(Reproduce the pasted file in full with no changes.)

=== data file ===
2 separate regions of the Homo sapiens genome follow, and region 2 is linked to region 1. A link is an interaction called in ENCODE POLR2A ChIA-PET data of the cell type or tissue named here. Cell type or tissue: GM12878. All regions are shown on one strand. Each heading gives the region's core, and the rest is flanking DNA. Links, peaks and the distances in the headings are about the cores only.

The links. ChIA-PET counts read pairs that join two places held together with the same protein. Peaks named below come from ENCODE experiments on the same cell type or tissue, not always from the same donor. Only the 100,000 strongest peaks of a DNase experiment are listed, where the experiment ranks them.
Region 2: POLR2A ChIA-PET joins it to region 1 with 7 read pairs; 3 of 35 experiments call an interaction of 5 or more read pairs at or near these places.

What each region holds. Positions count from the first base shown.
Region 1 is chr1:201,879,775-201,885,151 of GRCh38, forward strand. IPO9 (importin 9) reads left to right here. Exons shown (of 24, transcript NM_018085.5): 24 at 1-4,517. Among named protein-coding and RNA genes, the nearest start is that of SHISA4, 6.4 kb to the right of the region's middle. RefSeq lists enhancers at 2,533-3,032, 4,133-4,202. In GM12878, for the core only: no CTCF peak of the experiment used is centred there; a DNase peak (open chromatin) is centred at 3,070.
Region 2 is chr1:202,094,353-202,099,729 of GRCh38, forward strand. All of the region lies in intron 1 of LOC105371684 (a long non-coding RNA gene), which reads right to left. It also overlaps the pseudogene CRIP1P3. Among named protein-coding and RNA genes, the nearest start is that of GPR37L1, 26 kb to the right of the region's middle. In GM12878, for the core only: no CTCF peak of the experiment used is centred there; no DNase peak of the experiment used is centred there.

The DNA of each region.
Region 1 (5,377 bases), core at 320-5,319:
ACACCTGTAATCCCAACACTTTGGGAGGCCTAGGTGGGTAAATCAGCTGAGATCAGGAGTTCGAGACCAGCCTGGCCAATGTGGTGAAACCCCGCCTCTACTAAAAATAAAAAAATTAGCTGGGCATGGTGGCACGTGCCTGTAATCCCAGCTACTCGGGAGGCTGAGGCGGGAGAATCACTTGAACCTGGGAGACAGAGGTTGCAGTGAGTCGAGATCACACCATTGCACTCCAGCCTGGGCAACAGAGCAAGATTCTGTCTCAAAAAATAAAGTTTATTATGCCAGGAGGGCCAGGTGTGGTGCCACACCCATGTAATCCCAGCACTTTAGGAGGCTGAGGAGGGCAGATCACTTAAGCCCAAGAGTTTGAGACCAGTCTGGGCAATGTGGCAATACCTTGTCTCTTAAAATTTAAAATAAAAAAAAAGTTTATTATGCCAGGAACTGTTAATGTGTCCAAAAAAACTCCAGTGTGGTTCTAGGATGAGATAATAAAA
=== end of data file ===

2 separate regions of the Homo sapiens genome follow, and region 2 is linked to region 1. A link is an interaction called in ENCODE POLR2A ChIA-PET data of the cell type or tissue named here. Cell type or tissue: GM12878. All regions are shown on one strand. Each heading gives the region's core, and the rest is flanking DNA. Links, peaks and the distances in the headings are about the cores only.

The links. ChIA-PET counts read pairs that join two places held together with the same protein. Peaks named below come from ENCODE experiments on the same cell type or tissue, not always from the same donor. Only the 100,000 strongest peaks of a DNase experiment are listed, where the experiment ranks them.
Region 2: POLR2A ChIA-PET joins it to region 1 with 7 read pairs; 3 of 35 experiments call an interaction of 5 or more read pairs at or near these places.

What each region holds. Positions count from the first base shown.
Region 1 is chr1:201,879,775-201,885,151 of GRCh38, forward strand. IPO9 (importin 9) reads left to right here. Exons shown (of 24, transcript NM_018085.5): 24 at 1-4,517. Among named protein-coding and RNA genes, the nearest start is that of SHISA4, 6.4 kb to the right of the region's middle. RefSeq lists enhancers at 2,533-3,032, 4,133-4,202. In GM12878, for the core only: no CTCF peak of the experiment used is centred there; a DNase peak (open chromatin) is centred at 3,070.
Region 2 is chr1:202,094,353-202,099,729 of GRCh38, forward strand. All of the region lies in intron 1 of LOC105371684 (a long non-coding RNA gene), which reads right to left. It also overlaps the pseudogene CRIP1P3. Among named protein-coding and RNA genes, the nearest start is that of GPR37L1, 26 kb to the right of the region's middle. In GM12878, for the core only: no CTCF peak of the experiment used is centred there; no DNase peak of the experiment used is centred there.

The DNA of each region.
Region 1 (5,377 bases), core at 320-5,319:
ACACCTGTAATCCCAACACTTTGGGAGGCCTAGGTGGGTAAATCAGCTGAGATCAGGAGTTCGAGACCAGCCTGGCCAATGTGGTGAAACCCCGCCTCTACTAAAAATAAAAAAATTAGCTGGGCATGGTGGCACGTGCCTGTAATCCCAGCTACTCGGGAGGCTGAGGCGGGAGAATCACTTGAACCTGGGAGACAGAGGTTGCAGTGAGTCGAGATCACACCATTGCACTCCAGCCTGGGCAACAGAGCAAGATTCTGTCTCAAAAAATAAAGTTTATTATGCCAGGAGGGCCAGGTGTGGTGCCACACCCATGTAATCCCAGCACTTTAGGAGGCTGAGGAGGGCAGATCACTTAAGCCCAAGAGTTTGAGACCAGTCTGGGCAATGTGGCAATACCTTGTCTCTTAAAATTTAAAATAAAAAAAAAGTTTATTATGCCAGGAACTGTTAATGTGTCCAAAAAAACTCCAGTGTGGTTCTAGGATGAGATAATAAAA